Intelligence gathering was completed during the surveillance review that was paused in 2020 due to the COVID-19 pandemic. This did not identify any directly relevant Cochrane reviews, NIHR alerts or Campbell collaboration reviews. There were 2 other guidelines highlighted by topic experts, detailed in the section below.
We considered the views of topic experts who were recruited to the NICE Centre for Guidelines Expert Advisers Panel to represent their specialty. Responses were received from 14 topic experts on the need to update the NICE guideline, 7 said that an update was required and 7 said an update was not required. The 14 topic experts were made up of 4 consultant radiologists, 3 consultants in palliative medicine, 3 consultant histopathologists, 3 consultant clinical oncologists and a consultant respiratory physician. The responses to the questionnaire have been grouped into recommendation areas:
Concern was raised by 1 topic expert over the concept of a CUP team at the hospital or cancer-centre level, as recommended in section 1.1.1. They suggested a potential alternative could be that 1 team or department take the lead role for each site, this would be decided locally, an example could be the Upper-Gastrointestinal tract team as they are possibly already the most diverse staff group. It was considered that this would make administrative and clinical ownership less costly, but could have other advantages such as in reducing delay.
It was reported by 1 topic expert that over 55% of CUP patients present at A&E (no reference provided). They said that a clear directive would be beneficial to emphasise the working relationship between the CUP team and the A&E team in the guideline. This could also consider the role of the GP and how the NICE guideline on metastatic malignant disease of unknown primary origin links to the NICE guideline on recognition and referral of suspected cancer.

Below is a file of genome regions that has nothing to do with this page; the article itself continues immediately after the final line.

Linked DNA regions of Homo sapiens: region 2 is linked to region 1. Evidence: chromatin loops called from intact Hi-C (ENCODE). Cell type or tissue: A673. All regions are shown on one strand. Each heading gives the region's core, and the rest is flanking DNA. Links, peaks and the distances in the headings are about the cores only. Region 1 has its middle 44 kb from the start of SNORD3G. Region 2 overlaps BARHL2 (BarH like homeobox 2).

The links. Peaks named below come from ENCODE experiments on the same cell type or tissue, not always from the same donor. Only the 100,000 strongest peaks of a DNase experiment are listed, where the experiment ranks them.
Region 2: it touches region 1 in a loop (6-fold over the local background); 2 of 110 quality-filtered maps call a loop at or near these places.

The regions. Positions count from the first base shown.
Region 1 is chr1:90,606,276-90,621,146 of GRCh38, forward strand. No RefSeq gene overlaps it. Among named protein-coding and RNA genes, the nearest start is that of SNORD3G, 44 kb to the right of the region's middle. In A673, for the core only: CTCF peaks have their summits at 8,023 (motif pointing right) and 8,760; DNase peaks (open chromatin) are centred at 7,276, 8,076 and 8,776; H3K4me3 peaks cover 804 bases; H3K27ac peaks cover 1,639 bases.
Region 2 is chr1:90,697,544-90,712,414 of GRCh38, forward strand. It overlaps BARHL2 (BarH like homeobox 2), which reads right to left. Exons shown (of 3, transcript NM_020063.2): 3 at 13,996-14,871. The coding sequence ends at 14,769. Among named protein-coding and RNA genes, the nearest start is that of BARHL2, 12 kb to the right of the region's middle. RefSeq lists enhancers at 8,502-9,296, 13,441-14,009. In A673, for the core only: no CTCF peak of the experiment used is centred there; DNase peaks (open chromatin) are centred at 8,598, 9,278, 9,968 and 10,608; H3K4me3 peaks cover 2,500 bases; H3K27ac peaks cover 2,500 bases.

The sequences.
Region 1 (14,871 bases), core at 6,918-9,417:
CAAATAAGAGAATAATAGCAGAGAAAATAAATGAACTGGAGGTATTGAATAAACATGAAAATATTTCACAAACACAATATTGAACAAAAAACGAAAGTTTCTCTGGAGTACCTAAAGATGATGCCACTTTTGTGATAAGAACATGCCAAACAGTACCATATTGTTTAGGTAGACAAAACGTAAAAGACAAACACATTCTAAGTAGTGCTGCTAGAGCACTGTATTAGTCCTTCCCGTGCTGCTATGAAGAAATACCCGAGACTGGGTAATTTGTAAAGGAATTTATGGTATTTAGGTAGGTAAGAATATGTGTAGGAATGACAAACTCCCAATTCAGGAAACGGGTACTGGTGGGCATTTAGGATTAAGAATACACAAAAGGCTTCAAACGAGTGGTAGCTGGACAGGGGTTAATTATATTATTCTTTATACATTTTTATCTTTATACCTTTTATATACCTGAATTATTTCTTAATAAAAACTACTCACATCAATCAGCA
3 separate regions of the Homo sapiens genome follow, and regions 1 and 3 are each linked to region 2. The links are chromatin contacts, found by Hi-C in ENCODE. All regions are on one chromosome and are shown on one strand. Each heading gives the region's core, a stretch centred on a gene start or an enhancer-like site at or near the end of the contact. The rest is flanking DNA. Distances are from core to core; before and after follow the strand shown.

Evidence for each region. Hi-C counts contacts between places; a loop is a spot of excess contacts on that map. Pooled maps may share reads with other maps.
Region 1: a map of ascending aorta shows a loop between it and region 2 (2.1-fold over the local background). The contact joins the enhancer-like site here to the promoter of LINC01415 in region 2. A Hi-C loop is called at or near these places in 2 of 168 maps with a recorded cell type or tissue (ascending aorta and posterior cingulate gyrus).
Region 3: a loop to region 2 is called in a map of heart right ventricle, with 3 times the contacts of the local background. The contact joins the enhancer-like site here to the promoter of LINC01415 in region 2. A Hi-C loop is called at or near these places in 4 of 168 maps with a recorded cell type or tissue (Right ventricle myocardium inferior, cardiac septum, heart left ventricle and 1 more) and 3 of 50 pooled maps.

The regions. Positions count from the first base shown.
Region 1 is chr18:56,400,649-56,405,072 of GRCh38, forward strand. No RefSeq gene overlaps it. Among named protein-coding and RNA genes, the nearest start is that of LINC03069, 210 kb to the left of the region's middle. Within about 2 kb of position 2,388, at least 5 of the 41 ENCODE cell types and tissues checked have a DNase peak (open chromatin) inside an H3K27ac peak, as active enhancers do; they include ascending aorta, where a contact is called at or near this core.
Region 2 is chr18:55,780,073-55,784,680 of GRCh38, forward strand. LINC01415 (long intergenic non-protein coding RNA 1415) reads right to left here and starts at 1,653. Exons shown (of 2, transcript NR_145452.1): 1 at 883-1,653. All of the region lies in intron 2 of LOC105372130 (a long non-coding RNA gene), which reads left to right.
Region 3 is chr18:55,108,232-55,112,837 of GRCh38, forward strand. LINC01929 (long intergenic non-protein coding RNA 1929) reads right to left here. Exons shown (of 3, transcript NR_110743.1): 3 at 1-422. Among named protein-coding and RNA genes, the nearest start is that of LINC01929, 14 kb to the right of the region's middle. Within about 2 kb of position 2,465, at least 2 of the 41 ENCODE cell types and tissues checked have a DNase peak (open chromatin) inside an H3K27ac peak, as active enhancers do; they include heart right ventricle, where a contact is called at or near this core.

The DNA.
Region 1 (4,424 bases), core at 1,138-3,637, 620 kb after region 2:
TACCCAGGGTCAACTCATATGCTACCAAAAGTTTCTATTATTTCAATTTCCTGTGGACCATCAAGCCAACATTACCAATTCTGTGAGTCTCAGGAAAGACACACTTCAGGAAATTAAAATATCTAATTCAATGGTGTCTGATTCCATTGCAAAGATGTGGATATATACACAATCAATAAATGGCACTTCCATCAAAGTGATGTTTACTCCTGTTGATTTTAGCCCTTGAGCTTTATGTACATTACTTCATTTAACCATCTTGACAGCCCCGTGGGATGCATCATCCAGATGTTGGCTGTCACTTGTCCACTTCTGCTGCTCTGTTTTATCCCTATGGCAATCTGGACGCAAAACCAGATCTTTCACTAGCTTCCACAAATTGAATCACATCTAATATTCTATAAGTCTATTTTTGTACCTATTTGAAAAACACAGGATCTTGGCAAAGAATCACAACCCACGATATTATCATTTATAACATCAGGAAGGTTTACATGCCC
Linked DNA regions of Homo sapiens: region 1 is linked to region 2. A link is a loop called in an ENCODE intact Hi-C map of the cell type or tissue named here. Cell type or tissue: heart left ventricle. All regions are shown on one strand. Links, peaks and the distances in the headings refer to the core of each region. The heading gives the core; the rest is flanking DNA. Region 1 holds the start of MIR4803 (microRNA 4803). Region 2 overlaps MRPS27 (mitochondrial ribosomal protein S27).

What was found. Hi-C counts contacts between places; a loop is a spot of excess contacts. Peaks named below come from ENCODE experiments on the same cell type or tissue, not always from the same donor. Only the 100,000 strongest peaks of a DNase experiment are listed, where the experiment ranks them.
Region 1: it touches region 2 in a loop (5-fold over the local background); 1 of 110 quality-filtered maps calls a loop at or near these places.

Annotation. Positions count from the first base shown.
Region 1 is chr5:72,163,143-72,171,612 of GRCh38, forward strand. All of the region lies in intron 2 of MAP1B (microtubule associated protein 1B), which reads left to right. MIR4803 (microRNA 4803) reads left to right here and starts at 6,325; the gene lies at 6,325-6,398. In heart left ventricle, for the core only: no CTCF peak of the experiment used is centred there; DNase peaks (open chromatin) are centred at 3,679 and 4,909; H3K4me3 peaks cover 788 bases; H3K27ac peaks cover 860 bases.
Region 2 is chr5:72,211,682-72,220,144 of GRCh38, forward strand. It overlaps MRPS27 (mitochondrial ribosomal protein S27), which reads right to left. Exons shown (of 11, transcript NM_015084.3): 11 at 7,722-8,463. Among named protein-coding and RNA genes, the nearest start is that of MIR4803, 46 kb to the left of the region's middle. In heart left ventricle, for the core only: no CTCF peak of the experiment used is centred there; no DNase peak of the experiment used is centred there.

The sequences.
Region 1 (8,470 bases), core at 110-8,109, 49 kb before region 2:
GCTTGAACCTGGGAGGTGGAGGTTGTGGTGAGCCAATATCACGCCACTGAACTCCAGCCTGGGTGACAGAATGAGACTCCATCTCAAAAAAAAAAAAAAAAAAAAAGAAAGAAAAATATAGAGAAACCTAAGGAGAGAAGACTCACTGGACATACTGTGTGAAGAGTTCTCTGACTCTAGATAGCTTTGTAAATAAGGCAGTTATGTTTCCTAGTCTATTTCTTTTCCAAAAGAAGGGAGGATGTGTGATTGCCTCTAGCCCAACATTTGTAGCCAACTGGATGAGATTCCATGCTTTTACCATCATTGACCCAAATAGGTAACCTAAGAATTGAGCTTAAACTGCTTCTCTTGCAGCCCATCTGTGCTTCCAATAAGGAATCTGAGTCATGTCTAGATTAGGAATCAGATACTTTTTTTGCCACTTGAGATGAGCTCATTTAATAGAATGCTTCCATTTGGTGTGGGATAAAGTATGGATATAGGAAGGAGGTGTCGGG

Six of the topic experts stated that the diagnosis section of the NICE guideline needed updating. One topic expert said that a review of all tests included in the section was needed. Two topic experts suggested that the NICE guideline should be updated to reflect the Royal College of Pathologists guidance, educational information and reporting proformas for histopathological reporting of CUP, published in 2018. The gene expression-based-profiling (recommendation 188.8.131.52) was highlighted as being out of date by 2 topic experts.
One topic expert highlighted emerging evidence on the role of whole-body MRI and PET/MRI which could provide a second diagnostic phase (no reference was provided). MRI is currently only recommended for patients with breast cancer involving the axillary nodes (recommendation 184.108.40.206). Similarly PET-CT scans are currently only recommended for patients with specific presentations of extra-cervical or cervical lymphadenopathy with no primary tumour identified on ear, nose and throat panendoscopy (recommendations 220.127.116.11 and 18.104.22.168). This highlights the need for active surveillance in this diagnostic area.
A topic expert suggested that the evidence base for FDG-PET scanning needs reviewing as it may lead to an increase in diagnostic accuracy, reduced delays and a lower number of investigations needed. Although it was highlighted by a different topic expert that a lack of availability of FDG-PET scanning and significant cost may be a potential barrier to implementation in many NHS hospitals.
The need to include recommendations on somatostatin receptor scintigraphy (also called 'octreotide scan') for neuroendocrine tumours was suggested by 1 topic expert.
A topic expert commented that Whole-Body-Diffusion Weighted Imaging (WB-DWI) should be investigated as a possible addition to the recommendations, but did note that significant further research may be needed.
One topic expert identified that a large amount of research is ongoing in personalised therapies. They suggested that the use of biomarkers to give personalised treatments for specific tumours and cancers needed to be accounted for in the recommendations. The use of circulating tumour DNA as markers of tumour recurrence and behaviour also has a growing evidence base that could impact on the guideline. This is relevant to recommendation 22.214.171.124.